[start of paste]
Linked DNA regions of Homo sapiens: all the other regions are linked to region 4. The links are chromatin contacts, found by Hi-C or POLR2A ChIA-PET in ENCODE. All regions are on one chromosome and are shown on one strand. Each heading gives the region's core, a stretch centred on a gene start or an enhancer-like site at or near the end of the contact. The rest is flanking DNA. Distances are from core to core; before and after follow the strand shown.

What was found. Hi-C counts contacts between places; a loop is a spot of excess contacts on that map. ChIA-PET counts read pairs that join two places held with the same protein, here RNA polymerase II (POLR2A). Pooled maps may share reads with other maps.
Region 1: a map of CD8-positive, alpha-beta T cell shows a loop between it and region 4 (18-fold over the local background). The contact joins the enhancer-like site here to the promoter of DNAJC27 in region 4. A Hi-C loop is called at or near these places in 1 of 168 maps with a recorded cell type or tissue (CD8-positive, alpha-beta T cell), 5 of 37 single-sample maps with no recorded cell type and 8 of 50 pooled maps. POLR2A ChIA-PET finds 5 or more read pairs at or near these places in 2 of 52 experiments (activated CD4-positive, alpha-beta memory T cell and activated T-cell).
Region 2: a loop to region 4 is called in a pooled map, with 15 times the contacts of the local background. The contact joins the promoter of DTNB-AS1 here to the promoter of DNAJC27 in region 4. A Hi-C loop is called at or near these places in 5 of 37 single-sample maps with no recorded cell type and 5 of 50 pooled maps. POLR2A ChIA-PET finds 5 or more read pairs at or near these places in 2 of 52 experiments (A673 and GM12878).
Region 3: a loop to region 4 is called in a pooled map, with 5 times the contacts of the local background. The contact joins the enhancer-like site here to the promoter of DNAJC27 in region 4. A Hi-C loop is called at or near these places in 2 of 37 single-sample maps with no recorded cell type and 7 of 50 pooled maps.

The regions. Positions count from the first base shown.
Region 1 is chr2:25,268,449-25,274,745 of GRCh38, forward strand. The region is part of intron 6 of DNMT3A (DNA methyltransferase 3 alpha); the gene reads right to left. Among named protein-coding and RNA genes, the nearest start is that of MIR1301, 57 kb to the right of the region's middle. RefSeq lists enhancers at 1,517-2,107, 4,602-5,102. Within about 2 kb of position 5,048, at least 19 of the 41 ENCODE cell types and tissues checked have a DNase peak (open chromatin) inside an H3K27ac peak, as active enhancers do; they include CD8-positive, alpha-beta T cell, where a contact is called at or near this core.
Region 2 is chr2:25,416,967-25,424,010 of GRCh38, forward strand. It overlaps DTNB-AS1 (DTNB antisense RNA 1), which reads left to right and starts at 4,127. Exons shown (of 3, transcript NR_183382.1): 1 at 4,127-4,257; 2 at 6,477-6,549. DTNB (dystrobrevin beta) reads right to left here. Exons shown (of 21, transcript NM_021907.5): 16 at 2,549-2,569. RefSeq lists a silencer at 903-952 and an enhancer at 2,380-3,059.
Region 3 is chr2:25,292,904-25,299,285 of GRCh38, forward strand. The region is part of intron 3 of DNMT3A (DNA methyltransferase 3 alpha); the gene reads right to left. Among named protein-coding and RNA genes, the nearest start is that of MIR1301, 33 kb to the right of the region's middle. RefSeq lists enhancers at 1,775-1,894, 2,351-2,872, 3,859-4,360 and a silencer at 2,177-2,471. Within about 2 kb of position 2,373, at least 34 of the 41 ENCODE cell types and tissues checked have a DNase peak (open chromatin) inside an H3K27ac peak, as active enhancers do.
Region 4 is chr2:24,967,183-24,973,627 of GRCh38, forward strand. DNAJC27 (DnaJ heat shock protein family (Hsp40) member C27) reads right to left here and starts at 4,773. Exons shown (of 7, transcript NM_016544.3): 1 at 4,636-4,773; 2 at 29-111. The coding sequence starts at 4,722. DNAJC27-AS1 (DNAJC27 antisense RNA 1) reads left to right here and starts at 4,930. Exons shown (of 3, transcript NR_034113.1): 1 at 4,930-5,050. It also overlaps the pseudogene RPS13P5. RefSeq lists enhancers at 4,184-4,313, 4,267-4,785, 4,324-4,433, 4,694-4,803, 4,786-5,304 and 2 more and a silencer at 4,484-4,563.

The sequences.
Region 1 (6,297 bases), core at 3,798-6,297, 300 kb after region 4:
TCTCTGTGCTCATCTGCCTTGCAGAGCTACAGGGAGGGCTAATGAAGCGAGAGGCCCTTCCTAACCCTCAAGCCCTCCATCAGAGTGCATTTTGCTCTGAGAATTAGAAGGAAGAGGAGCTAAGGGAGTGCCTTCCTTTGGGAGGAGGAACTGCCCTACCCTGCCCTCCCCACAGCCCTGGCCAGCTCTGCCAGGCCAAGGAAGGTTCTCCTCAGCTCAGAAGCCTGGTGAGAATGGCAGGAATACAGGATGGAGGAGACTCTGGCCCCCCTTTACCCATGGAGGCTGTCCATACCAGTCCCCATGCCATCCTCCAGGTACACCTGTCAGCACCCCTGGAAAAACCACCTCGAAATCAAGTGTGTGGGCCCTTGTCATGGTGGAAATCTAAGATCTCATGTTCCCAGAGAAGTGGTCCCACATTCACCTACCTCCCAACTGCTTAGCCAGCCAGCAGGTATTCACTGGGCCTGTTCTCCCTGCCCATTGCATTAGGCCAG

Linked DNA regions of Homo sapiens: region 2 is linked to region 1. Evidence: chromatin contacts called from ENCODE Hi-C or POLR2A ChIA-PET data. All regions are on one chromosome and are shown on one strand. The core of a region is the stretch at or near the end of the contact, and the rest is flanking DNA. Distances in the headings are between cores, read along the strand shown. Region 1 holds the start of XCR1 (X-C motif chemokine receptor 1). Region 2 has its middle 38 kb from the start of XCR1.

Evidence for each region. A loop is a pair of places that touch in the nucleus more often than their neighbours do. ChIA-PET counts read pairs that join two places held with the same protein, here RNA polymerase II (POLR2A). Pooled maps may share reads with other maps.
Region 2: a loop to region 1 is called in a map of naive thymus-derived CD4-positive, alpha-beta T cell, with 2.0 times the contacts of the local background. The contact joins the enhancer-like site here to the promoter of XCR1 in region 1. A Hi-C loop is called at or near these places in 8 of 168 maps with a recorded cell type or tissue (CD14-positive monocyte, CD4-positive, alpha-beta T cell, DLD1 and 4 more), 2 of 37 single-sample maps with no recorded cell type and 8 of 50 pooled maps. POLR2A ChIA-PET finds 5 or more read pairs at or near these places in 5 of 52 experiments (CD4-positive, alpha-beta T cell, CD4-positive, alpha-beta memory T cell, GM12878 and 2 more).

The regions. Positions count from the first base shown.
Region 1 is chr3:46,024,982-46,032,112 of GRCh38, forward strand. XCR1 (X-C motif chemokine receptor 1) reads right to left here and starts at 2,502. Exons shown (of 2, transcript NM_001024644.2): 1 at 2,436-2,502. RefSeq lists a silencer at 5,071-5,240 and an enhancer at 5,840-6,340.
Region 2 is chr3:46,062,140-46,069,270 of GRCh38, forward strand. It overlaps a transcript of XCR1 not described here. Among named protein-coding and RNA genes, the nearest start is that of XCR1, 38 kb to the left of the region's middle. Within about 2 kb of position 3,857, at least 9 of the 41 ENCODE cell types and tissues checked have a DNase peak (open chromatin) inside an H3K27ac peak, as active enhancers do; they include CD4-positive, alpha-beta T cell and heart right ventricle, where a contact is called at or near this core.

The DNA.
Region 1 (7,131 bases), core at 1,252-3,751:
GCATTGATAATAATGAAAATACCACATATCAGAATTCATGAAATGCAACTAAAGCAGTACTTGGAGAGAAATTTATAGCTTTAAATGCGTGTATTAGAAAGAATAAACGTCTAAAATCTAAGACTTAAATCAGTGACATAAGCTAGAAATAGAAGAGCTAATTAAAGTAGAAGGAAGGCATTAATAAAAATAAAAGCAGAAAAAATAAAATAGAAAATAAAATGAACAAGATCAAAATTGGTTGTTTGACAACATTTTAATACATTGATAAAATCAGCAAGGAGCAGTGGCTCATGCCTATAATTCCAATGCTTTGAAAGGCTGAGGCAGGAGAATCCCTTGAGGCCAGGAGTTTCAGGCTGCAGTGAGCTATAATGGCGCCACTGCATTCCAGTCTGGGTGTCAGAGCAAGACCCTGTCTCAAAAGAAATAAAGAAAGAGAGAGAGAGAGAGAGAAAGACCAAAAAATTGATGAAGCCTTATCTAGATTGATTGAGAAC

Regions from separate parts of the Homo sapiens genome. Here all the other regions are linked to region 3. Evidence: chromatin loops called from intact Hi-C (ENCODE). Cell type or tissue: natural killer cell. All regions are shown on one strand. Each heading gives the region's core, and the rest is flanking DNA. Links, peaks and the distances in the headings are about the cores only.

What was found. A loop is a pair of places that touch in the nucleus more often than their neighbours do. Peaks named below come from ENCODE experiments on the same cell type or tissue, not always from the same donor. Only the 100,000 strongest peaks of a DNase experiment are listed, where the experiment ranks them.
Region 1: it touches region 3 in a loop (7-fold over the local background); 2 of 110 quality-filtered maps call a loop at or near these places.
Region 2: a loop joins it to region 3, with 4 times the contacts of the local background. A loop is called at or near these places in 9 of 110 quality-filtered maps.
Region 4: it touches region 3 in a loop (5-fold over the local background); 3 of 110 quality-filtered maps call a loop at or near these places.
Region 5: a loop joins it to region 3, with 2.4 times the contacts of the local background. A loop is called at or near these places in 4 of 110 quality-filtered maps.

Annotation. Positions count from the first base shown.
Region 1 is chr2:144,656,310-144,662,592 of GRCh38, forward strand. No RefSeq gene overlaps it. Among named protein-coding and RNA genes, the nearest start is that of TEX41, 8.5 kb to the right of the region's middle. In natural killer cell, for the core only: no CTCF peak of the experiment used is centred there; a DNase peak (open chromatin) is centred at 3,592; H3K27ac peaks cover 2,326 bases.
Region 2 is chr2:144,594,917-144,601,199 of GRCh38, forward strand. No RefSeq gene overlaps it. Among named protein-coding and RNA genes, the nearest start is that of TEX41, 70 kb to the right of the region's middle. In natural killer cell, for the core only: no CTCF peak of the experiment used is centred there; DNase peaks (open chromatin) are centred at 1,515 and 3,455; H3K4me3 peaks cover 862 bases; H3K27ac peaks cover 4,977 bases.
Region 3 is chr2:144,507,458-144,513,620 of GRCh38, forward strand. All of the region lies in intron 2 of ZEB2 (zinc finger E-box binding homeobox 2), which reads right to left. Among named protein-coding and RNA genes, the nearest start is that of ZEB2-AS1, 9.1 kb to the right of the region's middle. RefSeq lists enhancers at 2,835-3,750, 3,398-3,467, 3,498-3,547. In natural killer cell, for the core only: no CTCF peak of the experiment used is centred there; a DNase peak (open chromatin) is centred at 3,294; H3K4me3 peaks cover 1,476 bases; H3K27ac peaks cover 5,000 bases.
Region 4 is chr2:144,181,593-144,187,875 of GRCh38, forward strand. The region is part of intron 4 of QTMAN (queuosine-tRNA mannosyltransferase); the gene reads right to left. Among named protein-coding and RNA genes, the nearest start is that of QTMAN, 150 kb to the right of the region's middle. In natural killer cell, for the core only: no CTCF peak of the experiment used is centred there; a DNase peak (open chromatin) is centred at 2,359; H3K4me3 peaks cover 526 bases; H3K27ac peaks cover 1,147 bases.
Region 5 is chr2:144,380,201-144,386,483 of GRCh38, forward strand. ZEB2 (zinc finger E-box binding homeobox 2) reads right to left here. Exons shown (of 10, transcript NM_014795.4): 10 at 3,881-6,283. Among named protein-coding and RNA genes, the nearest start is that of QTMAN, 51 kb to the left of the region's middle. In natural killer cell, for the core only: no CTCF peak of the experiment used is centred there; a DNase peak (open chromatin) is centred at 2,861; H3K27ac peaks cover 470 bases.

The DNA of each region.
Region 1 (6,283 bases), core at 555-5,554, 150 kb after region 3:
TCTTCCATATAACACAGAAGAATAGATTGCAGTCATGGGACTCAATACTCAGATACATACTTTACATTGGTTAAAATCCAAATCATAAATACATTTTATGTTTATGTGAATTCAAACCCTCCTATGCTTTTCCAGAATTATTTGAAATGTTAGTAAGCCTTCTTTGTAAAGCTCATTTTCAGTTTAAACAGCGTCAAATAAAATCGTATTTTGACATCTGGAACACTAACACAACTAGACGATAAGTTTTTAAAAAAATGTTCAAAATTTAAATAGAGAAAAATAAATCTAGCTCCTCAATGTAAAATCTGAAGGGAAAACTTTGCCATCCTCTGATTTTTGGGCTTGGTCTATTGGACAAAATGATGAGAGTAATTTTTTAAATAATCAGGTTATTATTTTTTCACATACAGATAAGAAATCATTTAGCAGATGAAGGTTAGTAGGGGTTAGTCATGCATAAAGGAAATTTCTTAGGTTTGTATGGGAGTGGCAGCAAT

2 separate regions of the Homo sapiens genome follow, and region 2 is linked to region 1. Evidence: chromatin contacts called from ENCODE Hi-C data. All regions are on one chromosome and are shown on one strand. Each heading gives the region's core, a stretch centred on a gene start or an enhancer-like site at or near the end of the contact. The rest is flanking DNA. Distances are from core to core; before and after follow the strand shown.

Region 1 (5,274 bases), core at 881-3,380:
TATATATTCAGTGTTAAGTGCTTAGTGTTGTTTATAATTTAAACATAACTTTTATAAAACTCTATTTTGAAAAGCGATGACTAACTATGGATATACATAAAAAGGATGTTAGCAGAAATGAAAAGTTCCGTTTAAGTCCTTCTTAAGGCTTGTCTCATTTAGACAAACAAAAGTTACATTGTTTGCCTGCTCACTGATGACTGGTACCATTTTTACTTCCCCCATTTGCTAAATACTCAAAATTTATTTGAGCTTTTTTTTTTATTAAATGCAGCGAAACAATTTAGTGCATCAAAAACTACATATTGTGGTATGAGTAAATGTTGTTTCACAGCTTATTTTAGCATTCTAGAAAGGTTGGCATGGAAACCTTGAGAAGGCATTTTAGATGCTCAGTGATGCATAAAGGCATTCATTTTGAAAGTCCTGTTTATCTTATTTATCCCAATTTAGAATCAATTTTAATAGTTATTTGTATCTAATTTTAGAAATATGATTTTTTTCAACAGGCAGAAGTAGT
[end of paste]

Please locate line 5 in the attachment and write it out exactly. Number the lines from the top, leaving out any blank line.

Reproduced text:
Region 3: a loop to region 4 is called in a pooled map, with 5 times the contacts of the local background. The contact joins the enhancer-like site here to the promoter of DNAJC27 in region 4. A Hi-C loop is called at or near these places in 2 of 37 single-sample maps with no recorded cell type and 7 of 50 pooled maps.